Snapchat is trying to remake its image by giving back to its Venice neighbors

At St. Joseph Center in Venice, Snapchat offers Codetalk, a 15-week software programming class for low-income women, three times a year.
At St. Joseph Center in Venice, Snapchat offers Codetalk, a 15-week software programming class for low-income women, three times a year.
(Brian van der Brug / Los Angeles Times)

When St. Joseph Center, a homeless services agency in Venice, needed funding for a software programming class for low-income women, Snapchat Inc. was an obvious candidate.

But the neighborhood’s most-hyped start-up was better known for taking up land than giving back. So at a meeting last fall, St. Joseph Center started small, asking for a simple holiday drive before hinting at the need for a coding class sponsor.

Snapchat jumped at both ideas.

“We knew there was potential for you to see the good in it,” St. Joseph Center Executive Director Va Lecia Adams Kellum recently said, sitting alongside Snapchat spokeswoman Shannon Kelly. “We didn’t know you were going to love it.”


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Many who live and work in Venice blame Snapchat for driving up rents, displacing locals and sanitizing an enclave whose trademark grit has given way to corporate shuttle vans, security guards and MacBook-toting millennials.

But to St. Joseph Center, Safe Place for Youth, Grand View Boulevard Elementary and other groups that have benefited from Snapchat’s largesse, the nearly 5-year-old company is a model for how Venice’s new tech residents can help preserve its character.

The groups said Snapchat over the last two years has sought to promote the arts among Venice youth and address entrenched issues of homelessness and income disparity.

This year, Snapchat plans to spend more than $500,000 on community service, not including donated employee time, according to a source not authorized to speak about the matter.

The company has not publicly discussed most of the initiatives, but the nonprofit groups and social services agencies hope Snapchat’s initial involvement will signal to hundreds of other beachside technology start-ups that they too can emphasize charity work early in their life cycles, a trend philanthropy experts say is emerging throughout the tech world.

“We live in one of the most beautiful places on Earth and everyone wants to be here,” said Alison Hurst, executive director of Safe Place for Youth in Venice, where Snapchat is paying for the construction of showers. “If you get to be in this awesome place, you have to give back.”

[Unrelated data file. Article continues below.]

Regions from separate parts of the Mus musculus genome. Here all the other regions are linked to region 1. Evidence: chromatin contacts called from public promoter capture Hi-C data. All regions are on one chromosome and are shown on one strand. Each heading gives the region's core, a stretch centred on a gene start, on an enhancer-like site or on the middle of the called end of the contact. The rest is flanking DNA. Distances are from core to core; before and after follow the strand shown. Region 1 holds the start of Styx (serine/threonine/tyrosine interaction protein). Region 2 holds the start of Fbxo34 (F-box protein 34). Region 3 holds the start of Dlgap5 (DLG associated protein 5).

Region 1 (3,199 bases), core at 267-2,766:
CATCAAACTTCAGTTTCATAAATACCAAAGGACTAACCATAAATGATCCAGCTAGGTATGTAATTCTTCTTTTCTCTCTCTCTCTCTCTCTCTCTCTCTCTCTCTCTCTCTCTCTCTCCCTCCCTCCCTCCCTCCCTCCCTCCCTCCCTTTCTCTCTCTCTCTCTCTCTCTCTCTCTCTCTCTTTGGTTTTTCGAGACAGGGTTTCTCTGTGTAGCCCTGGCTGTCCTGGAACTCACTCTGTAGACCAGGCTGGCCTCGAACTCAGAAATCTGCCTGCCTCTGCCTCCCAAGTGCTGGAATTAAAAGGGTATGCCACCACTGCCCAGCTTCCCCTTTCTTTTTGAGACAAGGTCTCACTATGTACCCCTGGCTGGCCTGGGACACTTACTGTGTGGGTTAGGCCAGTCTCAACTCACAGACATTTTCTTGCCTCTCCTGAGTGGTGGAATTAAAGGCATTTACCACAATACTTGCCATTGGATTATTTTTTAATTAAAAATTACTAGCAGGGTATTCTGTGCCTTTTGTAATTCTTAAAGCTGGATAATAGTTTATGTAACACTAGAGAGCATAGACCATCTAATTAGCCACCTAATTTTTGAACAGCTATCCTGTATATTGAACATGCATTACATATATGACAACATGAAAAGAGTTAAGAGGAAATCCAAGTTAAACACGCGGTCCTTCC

Giving back has not always been the tech industry’s strength. Demonstrators in the San Francisco Bay Area have blockaded employee buses and rallied outside offices — and even the homes of some tech workers — to protest the industry’s blasé response to its effect on the region. Tech leaders took heed. Facebook Chief Executive Mark Zuckerberg and founder Marc Benioff joined others in pledging personal and professional donations.

Anti-tech sentiment has not reached the same tenor in Los Angeles. Nor, though, have charitable efforts by local tech companies.

Snapchat’s giving looks small compared with the millions of dollars offered up by older Silicon Valley peers. But Venice leaders say the disappearing-message app maker is at the philanthropic forefront.

That’s partially explained by Snapchat’s unusual real estate strategy, which has both ingrained the start-up into the community and alienated it. Companies of Snapchat’s size generally move to areas like Playa Vista, where large offices are more plentiful. Instead, Snapchat spreads 600 employees across a handful of office parks in Venice and Marina del Rey. Walking between buildings deepens employees’ desire to volunteer, they say — but it also turns the company into an easily spotted symbol of gentrification.

Snapchat, funded by $1.4 billion in venture capital and an estimated tens of millions of dollars in quarterly revenue from ads and in-app sales, declined to say whether it has set aside some of its stock for charitable causes. But Snapchat acknowledges there’s room to grow its philanthropy, and experts said that could happen if the company were to go public, as it hopes to do.